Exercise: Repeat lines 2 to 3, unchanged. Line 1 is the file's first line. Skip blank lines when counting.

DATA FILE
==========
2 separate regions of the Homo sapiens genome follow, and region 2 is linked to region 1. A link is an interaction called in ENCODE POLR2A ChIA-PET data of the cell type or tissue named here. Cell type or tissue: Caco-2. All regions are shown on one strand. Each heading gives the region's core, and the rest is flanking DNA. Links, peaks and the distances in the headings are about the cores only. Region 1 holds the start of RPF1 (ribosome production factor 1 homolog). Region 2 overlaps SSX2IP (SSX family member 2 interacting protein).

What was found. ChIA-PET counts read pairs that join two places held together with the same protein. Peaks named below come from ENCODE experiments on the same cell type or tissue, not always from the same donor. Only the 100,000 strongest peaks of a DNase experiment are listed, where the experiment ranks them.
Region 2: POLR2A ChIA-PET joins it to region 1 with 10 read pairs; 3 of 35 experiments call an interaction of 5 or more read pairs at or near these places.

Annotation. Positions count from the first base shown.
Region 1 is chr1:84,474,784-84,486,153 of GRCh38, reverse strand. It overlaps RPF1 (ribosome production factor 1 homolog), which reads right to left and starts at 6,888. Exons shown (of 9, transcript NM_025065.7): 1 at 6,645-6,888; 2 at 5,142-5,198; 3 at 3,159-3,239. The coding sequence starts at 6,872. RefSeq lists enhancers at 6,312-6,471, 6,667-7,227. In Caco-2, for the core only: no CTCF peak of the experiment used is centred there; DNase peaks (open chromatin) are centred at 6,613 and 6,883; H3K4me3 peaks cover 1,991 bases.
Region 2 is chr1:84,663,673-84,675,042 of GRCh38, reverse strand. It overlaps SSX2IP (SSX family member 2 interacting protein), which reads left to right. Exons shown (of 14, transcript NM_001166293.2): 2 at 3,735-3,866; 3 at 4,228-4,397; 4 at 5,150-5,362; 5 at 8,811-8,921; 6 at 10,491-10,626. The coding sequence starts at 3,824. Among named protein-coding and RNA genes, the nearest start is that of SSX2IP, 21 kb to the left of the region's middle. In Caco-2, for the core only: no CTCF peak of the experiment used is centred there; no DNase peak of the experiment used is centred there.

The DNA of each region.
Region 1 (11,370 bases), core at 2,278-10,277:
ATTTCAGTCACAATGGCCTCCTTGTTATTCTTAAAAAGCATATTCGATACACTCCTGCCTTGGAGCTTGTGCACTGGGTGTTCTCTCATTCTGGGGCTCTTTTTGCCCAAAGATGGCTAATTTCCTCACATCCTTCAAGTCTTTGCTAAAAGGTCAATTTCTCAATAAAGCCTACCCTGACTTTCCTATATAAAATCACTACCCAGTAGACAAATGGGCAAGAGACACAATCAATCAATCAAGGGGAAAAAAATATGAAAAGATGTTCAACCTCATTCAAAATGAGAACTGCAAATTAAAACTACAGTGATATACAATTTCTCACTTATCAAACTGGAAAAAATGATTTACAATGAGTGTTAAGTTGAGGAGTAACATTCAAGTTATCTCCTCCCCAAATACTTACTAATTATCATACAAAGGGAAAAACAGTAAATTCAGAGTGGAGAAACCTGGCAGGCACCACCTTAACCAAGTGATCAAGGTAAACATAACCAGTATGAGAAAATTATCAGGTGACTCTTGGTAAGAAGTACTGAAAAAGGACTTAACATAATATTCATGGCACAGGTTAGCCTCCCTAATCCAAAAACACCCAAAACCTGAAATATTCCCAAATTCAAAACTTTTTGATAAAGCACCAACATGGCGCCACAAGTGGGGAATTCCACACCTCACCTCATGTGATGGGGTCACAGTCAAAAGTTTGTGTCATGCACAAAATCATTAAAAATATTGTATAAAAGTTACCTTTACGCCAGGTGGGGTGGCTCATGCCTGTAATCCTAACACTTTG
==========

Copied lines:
What was found. ChIA-PET counts read pairs that join two places held together with the same protein. Peaks named below come from ENCODE experiments on the same cell type or tissue, not always from the same donor. Only the 100,000 strongest peaks of a DNase experiment are listed, where the experiment ranks them.
Region 2: POLR2A ChIA-PET joins it to region 1 with 10 read pairs; 3 of 35 experiments call an interaction of 5 or more read pairs at or near these places.